A student at Benson Hill Elementary School shows principal Martha Flemming what’s she’s doing during ‘Hour of Code,’ a national program that teaches students basics of computer coding and programming.

Students learn programming basics during ‘Hour of Code’

Schools across RSD participated in a program that taught students computer coding and programming.

Last Tuesday, Courtney Stepp’s kindergarten class at Benson Hill Elementary School was busy learning not just their normal ABCs, but those of a new language as well — computer programming.

The kindergartners were paired with fifth-graders who helped them learn the basics of coding and programming through the “Hour of Code,” designed to introduce young students to the basics of writing computer programs.

Hour of Code, a program from Code.org, is an introduction to computer science. Students are able to learn the basics of computer science, as well as develop skills including logic, problem solving and creativity. All the elementary schools in the district as well as some middle schools hosted the program between Dec. 5 – 11 as part of Computer Science Education Week.

According to Ellen Dorr, the school district’s director for Digital Learning, last year fewer than 3,000 students participated in the program. This year, the number is anticipated to be higher and the Digital Learning team is already thinking about integrating more computer science courses into the curriculum.

“We’re trying to add in more ideas like computer science and getting students into computer science classes in high school… part of that is developing a plan for articulation. Some of that is through early exposure,” she said. “Hour of Code is one of those opportunities to get kids exposed to computational thinking and logic, problem solving and creativity.”

Currently Hazen High School offers AP Computer Science and other schools offer basic computer programming classes.

Integrating computer science and programming classes are easier for elementary schools, but it can be trickier for middle and high school students. For example, middle schools participating in the Hour of Code would have to find specific content areas, like math, to integrate the program into, compared to elementary schools that could fit it anywhere in their schedules.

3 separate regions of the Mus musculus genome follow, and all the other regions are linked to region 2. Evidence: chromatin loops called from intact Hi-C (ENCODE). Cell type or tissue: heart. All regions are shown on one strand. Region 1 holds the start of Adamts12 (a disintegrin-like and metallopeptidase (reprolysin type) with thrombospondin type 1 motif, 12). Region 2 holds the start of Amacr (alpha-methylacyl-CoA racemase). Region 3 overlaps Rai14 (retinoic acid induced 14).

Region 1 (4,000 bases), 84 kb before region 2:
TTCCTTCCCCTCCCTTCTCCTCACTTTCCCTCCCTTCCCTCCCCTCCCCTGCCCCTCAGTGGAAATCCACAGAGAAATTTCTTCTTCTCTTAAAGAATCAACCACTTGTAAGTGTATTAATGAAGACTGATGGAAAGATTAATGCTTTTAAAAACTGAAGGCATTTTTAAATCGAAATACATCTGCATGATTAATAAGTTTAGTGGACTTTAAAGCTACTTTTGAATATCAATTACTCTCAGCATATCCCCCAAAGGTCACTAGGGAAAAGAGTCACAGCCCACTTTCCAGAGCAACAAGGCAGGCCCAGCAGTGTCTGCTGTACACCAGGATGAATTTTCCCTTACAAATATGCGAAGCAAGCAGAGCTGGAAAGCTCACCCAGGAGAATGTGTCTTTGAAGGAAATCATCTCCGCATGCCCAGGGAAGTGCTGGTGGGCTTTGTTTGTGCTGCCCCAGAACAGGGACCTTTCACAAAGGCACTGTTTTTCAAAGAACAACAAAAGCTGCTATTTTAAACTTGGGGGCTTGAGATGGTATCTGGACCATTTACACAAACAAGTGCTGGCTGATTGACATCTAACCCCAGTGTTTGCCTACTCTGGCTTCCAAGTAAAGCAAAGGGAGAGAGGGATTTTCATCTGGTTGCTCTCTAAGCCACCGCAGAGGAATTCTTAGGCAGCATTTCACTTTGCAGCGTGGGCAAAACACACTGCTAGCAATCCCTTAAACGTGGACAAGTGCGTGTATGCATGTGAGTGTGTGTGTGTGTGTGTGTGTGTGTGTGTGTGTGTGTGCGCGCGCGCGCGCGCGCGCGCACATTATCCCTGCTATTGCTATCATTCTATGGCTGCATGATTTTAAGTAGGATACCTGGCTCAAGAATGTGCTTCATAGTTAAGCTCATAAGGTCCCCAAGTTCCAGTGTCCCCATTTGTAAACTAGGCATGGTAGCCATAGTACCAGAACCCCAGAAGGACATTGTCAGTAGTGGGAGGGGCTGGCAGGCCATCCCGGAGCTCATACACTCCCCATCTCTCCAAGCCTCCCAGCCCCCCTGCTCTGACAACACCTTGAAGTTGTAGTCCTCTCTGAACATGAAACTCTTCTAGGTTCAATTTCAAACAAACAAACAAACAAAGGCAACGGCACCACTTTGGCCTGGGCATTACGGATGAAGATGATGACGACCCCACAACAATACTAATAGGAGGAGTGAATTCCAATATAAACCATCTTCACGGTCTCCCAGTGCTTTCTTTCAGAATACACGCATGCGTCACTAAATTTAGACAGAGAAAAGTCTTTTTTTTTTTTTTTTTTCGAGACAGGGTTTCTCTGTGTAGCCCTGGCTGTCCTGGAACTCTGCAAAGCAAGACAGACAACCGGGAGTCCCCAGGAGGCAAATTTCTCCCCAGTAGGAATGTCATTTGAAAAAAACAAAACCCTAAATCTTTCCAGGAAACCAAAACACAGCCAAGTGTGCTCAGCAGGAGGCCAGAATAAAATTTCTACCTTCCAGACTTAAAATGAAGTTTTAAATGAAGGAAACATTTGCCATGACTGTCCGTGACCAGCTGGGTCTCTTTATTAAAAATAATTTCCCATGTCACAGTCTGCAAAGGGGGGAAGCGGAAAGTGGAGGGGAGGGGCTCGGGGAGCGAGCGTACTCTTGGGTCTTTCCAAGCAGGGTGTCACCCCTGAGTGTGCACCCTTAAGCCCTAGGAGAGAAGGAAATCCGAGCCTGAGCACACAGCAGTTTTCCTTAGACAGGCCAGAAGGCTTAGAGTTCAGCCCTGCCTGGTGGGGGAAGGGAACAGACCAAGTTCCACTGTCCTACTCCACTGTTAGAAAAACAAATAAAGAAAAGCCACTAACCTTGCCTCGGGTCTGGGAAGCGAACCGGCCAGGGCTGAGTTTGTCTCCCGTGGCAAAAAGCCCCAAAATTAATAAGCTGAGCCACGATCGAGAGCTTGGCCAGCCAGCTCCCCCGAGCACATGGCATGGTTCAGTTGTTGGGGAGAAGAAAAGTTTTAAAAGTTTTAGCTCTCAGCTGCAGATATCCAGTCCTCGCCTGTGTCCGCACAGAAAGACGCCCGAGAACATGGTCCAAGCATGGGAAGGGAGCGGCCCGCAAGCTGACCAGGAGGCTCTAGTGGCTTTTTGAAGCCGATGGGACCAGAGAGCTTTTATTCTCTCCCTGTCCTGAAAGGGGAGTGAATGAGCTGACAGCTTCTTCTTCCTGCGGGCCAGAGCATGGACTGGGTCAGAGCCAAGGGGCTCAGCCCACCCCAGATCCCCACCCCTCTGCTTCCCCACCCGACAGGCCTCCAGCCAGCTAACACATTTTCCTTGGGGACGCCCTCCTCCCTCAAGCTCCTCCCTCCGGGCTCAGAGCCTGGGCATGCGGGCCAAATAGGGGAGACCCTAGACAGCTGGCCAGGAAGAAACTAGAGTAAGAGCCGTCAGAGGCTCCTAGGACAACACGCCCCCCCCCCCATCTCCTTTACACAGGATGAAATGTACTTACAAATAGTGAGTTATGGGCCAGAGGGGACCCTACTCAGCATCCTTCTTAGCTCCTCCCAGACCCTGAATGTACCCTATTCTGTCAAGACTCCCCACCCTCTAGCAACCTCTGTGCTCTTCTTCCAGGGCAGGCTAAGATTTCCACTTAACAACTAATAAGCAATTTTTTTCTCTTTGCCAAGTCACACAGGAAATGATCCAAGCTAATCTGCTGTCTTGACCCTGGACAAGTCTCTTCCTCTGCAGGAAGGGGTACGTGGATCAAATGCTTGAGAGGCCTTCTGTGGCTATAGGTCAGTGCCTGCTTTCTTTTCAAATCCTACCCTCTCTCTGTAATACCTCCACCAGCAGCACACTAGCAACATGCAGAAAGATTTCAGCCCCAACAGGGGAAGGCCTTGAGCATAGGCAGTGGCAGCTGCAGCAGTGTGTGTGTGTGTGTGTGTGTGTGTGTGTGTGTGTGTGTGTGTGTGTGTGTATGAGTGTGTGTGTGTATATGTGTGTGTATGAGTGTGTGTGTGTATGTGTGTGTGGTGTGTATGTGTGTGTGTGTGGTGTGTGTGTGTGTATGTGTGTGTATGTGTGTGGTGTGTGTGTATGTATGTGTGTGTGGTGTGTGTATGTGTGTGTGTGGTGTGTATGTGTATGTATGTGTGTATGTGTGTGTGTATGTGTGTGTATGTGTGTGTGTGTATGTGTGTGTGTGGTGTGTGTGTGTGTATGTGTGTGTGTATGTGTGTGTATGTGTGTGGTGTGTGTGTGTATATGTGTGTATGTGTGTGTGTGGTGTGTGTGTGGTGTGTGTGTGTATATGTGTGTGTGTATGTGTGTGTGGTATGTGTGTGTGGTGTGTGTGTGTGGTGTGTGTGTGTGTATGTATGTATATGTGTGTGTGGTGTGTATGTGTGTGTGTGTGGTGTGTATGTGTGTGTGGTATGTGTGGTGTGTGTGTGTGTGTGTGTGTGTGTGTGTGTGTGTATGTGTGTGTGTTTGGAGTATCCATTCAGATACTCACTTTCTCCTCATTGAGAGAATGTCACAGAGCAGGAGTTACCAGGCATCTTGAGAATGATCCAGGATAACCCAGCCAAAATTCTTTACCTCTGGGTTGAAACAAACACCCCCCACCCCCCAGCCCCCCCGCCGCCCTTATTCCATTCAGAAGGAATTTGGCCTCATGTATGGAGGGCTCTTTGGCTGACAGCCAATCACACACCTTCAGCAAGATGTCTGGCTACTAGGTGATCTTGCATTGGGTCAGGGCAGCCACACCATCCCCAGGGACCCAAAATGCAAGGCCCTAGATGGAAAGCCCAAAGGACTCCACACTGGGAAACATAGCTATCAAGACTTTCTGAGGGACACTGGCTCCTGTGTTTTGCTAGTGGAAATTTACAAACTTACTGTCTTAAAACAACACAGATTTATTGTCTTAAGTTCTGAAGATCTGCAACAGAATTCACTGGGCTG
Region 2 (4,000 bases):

Participating in programs like Hour of Code is a first step to gauge student and teacher interest for the district. After looking at the data for this year’s participating classes and students, Dorr said her team will be analyzing what the next step is to “support our students and enabling them for the 21st century living.”

The district has been keeping up with 21st century living this school year, as they were able to purchase Chromebooks for students thanks to the technology levy approved by voters in February. The levy has also enabled access to graphing calculators and online programs like myON, as well as additional wireless capacity across the district and updating teacher laptops.

One of the priorities for the Digital Learning department is to increase learning opportunities and providing those opportunities. To achieve this, the district teamed up with King County Library System to provide students with full access to online materials and services. They’re able to log into their special accounts and access databases, e-books, as well as 30 free sessions each month of online homework help services, all without a physical library card.

“With Digital Learning, the real potential is having a student-centered learning environment where all resources that are available are being used and students have an agency and ownership over their learning,” Dorr said. “Hour of Coding is a place where some of that can be introduced — the idea that students are not just consumers but producers and creators and collaborators.”

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